This approach is particularly problematic because of how it would handle false positives (i.e., chemicals erroneously flagged as high-concern when they are actually low-concern) vs. false negatives (i.e., chemicals erroneously flagged as low-concern when they are high-concern), both of which would inevitably be generated.  Any false positives would be identified and remedied promptly as the agency moved them to the next stage of evaluation and considered such substances for prioritization and risk evaluation.  In contrast, the false negatives would be set aside indefinitely, effectively deemed “safe,” and likely never be revisited.

Will EPA give the chemical industry a direct role in selecting chemicals for prioritization?

Another highly disturbing aspect of EPA’s White Paper we discuss in our comments is EPA’s suggestion that it may give the industry a direct role in the designation of the priority to be assigned to chemicals.  Citing comments it received on its earlier proposals for identifying candidates for prioritization, EPA states (emphases added):

Stakeholders suggested that, after information from designating the required 20 low- priority chemicals is publicly available, they may wish to volunteer to sponsor the development of information that could be used by EPA to identify candidates that may be designated as low-priority chemicals, beyond the required 20.  The experience that EPA and stakeholders gain in designating the first 20 low-priority chemicals could set the stage for an enhanced stakeholder role in designation of additional substances.  Similarly, the experiences EPA and stakeholders gain in designating the first 20 high-priority chemicals could also set the stage for an enhanced stakeholder role.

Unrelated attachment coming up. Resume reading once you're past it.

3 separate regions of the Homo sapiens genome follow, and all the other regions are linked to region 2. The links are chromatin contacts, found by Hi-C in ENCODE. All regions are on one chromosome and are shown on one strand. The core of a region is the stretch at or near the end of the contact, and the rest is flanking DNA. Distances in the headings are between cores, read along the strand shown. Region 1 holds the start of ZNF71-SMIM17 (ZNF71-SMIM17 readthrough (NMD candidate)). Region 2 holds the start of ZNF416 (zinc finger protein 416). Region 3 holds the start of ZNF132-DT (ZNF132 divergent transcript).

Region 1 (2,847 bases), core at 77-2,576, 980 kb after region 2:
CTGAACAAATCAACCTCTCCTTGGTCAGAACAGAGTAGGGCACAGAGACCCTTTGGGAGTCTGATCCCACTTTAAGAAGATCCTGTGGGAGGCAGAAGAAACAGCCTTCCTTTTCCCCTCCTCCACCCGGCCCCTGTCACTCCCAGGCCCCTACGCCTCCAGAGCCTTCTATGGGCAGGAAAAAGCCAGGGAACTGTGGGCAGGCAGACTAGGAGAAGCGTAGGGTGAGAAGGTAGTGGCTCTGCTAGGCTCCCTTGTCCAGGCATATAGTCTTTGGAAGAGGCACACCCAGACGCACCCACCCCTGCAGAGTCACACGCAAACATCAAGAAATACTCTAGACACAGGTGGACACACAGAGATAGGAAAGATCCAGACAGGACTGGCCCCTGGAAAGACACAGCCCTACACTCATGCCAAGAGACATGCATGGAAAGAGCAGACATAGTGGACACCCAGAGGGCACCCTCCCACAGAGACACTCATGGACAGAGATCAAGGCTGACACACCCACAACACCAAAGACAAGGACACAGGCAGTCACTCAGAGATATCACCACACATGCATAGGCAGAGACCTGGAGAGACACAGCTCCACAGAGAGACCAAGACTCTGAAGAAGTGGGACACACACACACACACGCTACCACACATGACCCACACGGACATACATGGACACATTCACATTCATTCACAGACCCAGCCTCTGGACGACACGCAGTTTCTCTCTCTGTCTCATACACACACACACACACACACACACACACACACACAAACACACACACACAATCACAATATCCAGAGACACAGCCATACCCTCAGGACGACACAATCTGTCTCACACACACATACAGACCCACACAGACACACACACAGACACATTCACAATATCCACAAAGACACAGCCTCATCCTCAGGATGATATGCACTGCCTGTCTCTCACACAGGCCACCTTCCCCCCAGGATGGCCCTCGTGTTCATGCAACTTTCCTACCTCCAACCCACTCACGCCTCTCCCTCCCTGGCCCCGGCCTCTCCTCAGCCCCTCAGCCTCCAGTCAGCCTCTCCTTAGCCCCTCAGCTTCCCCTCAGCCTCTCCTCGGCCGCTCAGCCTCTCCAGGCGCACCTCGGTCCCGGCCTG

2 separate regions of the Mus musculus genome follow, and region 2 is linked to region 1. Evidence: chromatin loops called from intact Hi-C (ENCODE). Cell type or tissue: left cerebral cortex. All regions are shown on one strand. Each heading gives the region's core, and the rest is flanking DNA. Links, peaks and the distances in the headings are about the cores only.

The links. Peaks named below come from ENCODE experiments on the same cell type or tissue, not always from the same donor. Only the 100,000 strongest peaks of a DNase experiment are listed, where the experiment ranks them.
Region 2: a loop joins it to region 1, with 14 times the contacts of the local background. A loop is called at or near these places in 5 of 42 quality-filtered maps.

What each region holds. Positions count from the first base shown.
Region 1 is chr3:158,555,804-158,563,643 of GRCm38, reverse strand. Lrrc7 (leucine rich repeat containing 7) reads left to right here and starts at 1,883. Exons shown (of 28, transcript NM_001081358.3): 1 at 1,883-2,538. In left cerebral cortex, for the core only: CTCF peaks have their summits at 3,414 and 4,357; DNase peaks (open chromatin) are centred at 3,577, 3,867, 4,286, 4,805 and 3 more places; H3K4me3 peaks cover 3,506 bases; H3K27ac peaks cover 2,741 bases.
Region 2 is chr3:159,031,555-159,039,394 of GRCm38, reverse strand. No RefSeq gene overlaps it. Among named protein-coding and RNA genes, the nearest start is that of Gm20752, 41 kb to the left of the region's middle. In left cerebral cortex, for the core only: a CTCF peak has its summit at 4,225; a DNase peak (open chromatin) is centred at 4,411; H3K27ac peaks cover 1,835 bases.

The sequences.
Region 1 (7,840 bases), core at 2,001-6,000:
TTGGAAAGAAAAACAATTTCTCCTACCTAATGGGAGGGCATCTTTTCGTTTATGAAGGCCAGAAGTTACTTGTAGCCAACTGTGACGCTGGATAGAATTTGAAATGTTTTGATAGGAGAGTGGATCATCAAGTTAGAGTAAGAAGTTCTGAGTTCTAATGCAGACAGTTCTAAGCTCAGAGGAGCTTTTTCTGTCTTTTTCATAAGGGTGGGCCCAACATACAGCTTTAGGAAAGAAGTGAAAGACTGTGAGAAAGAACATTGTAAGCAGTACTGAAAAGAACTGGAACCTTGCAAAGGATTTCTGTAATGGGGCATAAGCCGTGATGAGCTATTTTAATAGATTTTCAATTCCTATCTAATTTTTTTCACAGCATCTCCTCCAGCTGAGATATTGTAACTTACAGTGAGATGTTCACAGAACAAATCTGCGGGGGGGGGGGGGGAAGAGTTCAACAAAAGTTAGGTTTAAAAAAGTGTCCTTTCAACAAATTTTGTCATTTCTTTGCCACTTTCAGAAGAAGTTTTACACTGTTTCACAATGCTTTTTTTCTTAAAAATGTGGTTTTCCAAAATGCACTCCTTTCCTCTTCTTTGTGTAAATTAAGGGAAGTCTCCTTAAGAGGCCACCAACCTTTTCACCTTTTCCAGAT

EPA’s reference to “stakeholders” is misleading, as the only stakeholders making such comments were from the chemical industry.

While it should be obvious, the chemical industry has a clear conflict of interest in decisions about which chemicals are identified as candidates for low- or high-priority substances.  EPA’s suggestion that it may provide the industry an “enhanced role” in the designation of such substances is nothing less than appalling.

Instead of abdicating its responsibilities and authorities by resorting to “enhanced stakeholder roles” for industry in selecting the priority to be assigned to a chemical, and relying on voluntary industry sponsorship programs (that have failed in the past) to fill information gaps, EPA should do the job Congress intended it to do and actually utilize the enhanced mandatory information authorities provided in the 2016 amendments to TSCA – authorities it has yet to even hint at using, two and a half years after the passage of those reforms.

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One Comment

  1. Trevor Leese
    Posted November 17, 2018 at 6:04 am | Permalink

    We really need to have precise information on the possible dangers chemicals may present for our environment and the life of the planet. This is something we cannot skimp on and no authority in the world should have the power to dismiss those safeguards.